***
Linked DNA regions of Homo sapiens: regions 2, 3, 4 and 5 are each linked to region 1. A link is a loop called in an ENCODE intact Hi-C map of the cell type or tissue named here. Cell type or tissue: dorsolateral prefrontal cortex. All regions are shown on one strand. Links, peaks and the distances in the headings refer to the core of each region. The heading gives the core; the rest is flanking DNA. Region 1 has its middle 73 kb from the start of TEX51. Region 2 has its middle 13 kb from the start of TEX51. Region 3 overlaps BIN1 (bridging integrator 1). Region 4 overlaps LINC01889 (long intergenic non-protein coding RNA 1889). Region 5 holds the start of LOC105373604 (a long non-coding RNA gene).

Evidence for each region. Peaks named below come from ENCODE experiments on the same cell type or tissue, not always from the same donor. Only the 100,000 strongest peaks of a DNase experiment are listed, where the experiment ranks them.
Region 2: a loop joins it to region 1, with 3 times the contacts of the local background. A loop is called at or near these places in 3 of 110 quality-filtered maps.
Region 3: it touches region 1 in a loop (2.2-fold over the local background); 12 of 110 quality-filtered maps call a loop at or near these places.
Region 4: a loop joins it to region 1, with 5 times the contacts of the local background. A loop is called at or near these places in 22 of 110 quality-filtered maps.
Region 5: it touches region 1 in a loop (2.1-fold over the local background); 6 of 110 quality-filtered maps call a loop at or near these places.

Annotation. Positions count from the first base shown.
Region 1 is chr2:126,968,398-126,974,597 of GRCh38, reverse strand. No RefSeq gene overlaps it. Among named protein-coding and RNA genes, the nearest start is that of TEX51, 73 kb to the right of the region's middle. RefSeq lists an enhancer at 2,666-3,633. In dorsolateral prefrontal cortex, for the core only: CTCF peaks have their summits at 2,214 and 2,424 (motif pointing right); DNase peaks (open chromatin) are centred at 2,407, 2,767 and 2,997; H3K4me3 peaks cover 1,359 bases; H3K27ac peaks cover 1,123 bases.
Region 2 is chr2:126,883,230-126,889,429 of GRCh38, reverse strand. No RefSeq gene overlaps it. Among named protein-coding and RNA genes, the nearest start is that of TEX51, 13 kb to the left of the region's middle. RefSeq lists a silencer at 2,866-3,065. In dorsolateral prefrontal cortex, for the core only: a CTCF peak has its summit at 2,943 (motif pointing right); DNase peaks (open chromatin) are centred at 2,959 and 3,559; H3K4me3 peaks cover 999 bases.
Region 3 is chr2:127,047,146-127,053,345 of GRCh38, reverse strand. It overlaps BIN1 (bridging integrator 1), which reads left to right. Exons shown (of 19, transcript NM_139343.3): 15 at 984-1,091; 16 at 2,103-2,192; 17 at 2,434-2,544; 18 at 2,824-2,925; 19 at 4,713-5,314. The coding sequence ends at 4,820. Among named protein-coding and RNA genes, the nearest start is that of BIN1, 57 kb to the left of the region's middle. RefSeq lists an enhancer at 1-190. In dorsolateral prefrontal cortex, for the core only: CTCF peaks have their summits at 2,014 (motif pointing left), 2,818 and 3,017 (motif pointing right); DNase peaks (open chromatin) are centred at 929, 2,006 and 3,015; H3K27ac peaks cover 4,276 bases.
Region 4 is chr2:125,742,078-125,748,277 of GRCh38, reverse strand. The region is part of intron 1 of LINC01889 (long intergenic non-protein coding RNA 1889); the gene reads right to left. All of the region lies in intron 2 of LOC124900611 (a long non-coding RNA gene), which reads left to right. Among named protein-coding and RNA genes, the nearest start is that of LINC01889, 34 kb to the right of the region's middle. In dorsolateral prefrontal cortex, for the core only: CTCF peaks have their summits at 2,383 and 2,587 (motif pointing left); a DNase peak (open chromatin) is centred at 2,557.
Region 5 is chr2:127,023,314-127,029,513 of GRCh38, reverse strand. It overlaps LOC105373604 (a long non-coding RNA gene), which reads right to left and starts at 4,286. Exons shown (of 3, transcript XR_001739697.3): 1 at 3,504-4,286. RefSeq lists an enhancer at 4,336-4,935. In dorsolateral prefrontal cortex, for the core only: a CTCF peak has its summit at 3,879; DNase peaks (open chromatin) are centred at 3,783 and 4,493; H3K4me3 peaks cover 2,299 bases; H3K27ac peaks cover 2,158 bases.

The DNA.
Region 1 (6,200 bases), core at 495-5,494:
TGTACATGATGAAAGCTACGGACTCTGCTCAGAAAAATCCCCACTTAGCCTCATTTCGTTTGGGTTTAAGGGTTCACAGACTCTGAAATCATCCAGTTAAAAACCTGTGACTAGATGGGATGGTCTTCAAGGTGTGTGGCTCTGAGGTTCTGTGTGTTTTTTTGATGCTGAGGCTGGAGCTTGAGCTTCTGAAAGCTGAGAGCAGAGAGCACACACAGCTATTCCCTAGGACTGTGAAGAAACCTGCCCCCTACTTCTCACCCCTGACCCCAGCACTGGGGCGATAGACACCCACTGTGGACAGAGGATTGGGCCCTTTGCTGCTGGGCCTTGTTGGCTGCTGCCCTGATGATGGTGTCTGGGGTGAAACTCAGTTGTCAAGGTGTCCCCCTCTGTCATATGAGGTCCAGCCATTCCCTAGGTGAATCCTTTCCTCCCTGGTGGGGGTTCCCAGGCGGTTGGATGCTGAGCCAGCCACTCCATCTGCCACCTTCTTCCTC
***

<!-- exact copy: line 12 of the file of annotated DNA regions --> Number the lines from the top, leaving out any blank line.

Region 5 is chr2:127,023,314-127,029,513 of GRCh38, reverse strand. It overlaps LOC105373604 (a long non-coding RNA gene), which reads right to left and starts at 4,286. Exons shown (of 3, transcript XR_001739697.3): 1 at 3,504-4,286. RefSeq lists an enhancer at 4,336-4,935. In dorsolateral prefrontal cortex, for the core only: a CTCF peak has its summit at 3,879; DNase peaks (open chromatin) are centred at 3,783 and 4,493; H3K4me3 peaks cover 2,299 bases; H3K27ac peaks cover 2,158 bases.